The reason many people prefer the mouse/keyboard over the gamepad, I suspect, is because many people don't like the idea of the auto-aim handicap. They want as much control over their in-game character as possible. And, the mouse/keyboard are superior in terms of an input device that gives you as much control over your in-game first person shooter character as possible. People are less concerned about whether they're getting a realistic representation of firing a gun while playing a first person shooter in front of their computer or tv. (I guess duck hunt with the nintendo gun is a more realistic representation of firing a weapon than any modern first person shooter with a gamepad or mouse and keyboard.) Note that it's just the opposite with sports games. The mouse/keyboard is a clunky input device for most sports games, and the gamepad is superior. But, again, nobody really cares about how realistic it feels. Nobody thinks that pressing a button on the gamepad is a better representation of throwing a football than pressing a key on the keyboard. The gamepad is superior for sports games because it provides better in-game control. And, this is exactly the reason that people feel the mouse/keyboard is superior for first person shooters.

                So, it looks like you've changed your conclusion. I don't see how this new conclusion--that the gamepad feels more realistic than the mouse/keyboard or that it represents firing a real weapon better--is supported by the evidence in your study. How does better in-game success translate to more realistic feel?
                Last edited by sordavie; 12-24-2006, 12:46 PM.

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                • #9
                  Re: Mouse vs GamePad... my study...

                  Playing COD3 on the old XBOX I noticed that there was a touch of auto aim. A little crutch for the inferior gamepad and a little boost for the more run&gun console gamer.

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                  • #10
                    Re: Mouse vs GamePad... my study...

                    Nice post Magnum. Like you I refused to play FPS on my 360, but I have learned to be proficient at it now. Your test is interesting, and I am glad you seem to be enjoying it. As for auto-aim etc, the games mentioned above do not use this feature.



                    A good man stands up for himself. A great man stands up for others.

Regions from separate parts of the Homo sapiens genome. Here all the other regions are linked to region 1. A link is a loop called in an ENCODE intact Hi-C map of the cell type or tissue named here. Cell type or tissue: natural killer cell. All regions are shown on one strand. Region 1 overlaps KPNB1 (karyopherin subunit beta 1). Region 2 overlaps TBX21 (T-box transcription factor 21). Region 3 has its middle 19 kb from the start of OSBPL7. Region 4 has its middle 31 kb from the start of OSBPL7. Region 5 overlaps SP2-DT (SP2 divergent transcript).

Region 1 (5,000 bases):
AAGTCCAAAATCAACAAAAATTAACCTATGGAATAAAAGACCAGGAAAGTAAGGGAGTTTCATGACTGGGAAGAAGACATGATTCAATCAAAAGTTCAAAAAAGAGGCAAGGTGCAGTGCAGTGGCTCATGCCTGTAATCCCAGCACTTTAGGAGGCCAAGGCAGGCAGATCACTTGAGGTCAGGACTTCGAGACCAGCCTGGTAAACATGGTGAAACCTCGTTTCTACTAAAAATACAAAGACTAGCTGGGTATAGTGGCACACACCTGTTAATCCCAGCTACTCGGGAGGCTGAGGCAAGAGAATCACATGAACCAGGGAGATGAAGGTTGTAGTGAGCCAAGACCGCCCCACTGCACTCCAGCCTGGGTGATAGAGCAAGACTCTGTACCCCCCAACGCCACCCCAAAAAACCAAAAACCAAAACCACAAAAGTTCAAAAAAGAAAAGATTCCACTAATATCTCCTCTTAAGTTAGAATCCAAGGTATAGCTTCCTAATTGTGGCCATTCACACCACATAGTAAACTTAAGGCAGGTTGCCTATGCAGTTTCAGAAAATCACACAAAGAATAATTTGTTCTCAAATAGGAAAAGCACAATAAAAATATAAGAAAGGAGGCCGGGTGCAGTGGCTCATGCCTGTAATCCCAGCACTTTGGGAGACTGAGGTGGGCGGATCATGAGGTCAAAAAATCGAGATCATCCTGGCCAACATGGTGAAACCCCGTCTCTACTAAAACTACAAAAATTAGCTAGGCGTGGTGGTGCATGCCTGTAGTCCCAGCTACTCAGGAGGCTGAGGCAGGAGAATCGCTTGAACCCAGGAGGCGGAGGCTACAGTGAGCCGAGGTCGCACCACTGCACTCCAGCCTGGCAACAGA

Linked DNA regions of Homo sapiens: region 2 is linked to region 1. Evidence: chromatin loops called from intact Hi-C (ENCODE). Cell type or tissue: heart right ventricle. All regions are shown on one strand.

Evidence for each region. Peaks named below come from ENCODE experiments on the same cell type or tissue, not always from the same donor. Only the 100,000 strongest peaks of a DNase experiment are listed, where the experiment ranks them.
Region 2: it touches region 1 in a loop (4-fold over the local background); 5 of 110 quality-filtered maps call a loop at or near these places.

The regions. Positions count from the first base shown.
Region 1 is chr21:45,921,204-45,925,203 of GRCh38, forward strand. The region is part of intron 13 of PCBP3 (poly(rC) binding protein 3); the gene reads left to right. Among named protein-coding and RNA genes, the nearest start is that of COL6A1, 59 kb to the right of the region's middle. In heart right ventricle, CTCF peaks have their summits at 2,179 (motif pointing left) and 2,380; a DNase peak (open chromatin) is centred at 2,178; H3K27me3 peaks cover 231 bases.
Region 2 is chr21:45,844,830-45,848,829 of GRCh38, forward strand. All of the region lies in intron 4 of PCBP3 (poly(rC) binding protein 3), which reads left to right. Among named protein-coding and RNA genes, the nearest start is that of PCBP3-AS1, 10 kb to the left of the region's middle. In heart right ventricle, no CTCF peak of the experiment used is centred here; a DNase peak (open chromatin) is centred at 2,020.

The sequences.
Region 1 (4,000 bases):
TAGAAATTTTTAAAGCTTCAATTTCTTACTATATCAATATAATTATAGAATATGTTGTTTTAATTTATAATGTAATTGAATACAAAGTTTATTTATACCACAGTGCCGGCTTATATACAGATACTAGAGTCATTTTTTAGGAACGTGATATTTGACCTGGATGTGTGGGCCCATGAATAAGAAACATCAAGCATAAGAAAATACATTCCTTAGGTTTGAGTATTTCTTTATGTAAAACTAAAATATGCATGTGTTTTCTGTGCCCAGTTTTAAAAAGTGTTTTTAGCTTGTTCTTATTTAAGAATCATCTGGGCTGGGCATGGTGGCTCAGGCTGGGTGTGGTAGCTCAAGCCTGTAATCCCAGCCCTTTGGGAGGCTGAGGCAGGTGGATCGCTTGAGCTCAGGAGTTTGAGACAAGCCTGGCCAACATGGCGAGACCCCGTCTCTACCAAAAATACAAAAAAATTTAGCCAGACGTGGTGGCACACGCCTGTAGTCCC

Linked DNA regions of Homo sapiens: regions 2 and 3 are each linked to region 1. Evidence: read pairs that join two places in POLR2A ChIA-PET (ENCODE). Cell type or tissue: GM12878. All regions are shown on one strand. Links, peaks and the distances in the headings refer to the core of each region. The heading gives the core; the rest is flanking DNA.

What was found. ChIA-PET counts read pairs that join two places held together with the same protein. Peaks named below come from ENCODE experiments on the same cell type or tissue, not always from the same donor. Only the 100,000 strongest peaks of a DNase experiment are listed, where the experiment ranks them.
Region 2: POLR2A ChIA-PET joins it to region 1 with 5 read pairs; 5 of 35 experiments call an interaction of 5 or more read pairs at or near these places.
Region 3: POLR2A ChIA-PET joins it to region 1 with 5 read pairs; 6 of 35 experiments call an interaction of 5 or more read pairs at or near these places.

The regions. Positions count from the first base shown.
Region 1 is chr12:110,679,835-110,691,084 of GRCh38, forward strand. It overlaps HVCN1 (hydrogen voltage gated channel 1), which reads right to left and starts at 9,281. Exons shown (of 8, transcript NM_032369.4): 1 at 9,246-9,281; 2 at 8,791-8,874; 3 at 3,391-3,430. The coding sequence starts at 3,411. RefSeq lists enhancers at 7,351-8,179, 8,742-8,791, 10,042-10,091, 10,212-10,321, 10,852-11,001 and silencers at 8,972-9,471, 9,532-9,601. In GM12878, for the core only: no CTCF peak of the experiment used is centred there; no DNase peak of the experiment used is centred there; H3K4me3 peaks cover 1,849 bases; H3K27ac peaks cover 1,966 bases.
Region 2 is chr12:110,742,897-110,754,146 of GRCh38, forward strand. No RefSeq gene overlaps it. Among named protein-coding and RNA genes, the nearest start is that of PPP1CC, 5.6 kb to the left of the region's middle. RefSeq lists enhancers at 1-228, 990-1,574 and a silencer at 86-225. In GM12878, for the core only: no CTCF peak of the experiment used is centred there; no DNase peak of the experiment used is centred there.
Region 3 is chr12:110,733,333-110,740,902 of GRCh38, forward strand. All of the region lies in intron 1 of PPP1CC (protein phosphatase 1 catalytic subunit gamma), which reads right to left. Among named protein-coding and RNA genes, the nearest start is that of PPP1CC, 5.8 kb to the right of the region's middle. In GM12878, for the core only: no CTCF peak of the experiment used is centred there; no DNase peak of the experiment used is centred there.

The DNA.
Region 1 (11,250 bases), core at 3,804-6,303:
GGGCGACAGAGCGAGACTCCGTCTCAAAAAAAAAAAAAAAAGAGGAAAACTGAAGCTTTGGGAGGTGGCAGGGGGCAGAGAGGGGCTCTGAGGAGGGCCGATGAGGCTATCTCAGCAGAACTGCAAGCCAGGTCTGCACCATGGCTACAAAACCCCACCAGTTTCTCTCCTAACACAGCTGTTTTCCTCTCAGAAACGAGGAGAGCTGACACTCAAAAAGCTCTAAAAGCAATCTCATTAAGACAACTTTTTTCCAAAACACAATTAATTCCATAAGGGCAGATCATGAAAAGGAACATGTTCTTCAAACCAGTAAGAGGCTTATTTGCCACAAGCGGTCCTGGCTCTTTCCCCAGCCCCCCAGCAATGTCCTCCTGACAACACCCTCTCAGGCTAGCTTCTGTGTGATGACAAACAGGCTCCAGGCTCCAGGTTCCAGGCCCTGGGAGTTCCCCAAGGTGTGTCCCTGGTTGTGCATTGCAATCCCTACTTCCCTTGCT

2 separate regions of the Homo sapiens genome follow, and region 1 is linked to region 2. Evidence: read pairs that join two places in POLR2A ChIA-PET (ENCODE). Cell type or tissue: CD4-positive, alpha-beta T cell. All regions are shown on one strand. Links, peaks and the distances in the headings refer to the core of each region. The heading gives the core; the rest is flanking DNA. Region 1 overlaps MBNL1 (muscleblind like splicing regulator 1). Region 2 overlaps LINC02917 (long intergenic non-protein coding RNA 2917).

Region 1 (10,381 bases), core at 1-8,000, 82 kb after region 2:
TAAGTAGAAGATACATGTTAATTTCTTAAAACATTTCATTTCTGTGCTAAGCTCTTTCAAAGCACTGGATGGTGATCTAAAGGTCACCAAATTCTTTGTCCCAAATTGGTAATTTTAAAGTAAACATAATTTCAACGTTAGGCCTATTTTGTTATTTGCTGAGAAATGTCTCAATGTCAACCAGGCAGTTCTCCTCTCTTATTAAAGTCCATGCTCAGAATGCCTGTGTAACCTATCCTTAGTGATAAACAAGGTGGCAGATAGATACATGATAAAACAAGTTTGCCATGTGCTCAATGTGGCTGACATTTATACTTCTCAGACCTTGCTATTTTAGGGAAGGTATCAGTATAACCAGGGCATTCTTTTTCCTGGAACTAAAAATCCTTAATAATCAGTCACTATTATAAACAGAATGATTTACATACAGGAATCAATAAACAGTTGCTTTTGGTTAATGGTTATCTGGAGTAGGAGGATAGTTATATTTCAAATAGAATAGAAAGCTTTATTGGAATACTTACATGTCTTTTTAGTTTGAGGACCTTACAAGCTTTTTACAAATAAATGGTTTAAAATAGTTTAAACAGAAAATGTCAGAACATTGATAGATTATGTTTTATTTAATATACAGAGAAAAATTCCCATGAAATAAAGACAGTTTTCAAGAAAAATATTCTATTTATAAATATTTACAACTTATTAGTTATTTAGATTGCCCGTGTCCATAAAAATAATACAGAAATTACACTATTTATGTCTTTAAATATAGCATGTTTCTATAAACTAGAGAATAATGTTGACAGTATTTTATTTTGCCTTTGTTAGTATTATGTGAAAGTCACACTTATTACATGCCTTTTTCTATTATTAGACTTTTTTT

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                    • #11
                      Re: Mouse vs GamePad... my study...

                      Originally posted by Usarion View Post
                      Nice post Magnum. Like you I refused to play FPS on my 360, but I have learned to be proficient at it now. Your test is interesting, and I am glad you seem to be enjoying it. As for auto-aim etc, the games mentioned above do not use this feature.
                      Remember that autoaim doesn't necessarily move your crosshairs over the target for you. 'Autoaim' is just the general term for a handicap the software gives one allowing them to regularly register hits without having to manually place the crosshairs precisely on target.

                      From Magnum's description of registering hits with the gamepad so long as his targets were in the general circle of the targeting recticle, it sounds like the software does grant this handicap when using a gamepad. Compare this observation with his observation that it's much harder with the mouse since he has to place the center of the general circle on target in order to register hits.

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                      • #12
                        Re: Mouse vs GamePad... my study...

                        Originally posted by sordavie View Post
                        Remember that autoaim doesn't necessarily move your crosshairs over the target for you. 'Autoaim' is just the general term for a handicap the software gives one allowing them to regularly register hits without having to manually place the crosshairs precisely on target.

                        From Magnums description of registering hits with the gamepad so long as his targets were in the general circle of the targeting recticle, it sounds like the software does grant this handicap when using a gamepad. Compare this observation with his observation that it's much harder with the mouse since he has to place the center of the general circle on target in order to register hits.

                        I certainly would not debate this. I played CounterStrike Source far to long, and know the difficulty in placing the reticle properly. I will say though I don't see any aiming help in a game like GOW. If you miss, you miss.



                        A good man stands up for himself. A great man stands up for others.

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                        • #13
                          Re: Mouse vs GamePad... my study...

                          Originally posted by Usarion View Post
                          If you miss, you miss.
                          Hehe. That's certainly true regardless of what anyone says. Nobody thought that was false.

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                          • #14
                            Re: Mouse vs GamePad... my study...

                            There really wasn't any aiming in your video. You were just setting up and letting them move into your crosshairs. But the few times you actually had you re position your crosshair, I noticed that with the gamepad you weren't doing so well. The part where you are shooting guys coming up the stairs you can really see the lack of control you had.

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                            • #15
                              Re: Mouse vs GamePad... my study...

                              Originally posted by sordavie View Post
                              I don't quite understanding your description of having an easier time targetting on the console than the PC. What you say here makes it sound like the console version (and the PC version when it detects that you're using a gamepad) of the game gives you a handicap.

                              Yes, you read his writeup right, consoles, and I guess that game when using an xbox360 controller, give you magic bullets that will hit your target regardless of aim when you are in the general direction of the opponent.

                              That, by itself, is why I like FPS games on PC over console. I like my aim to matter.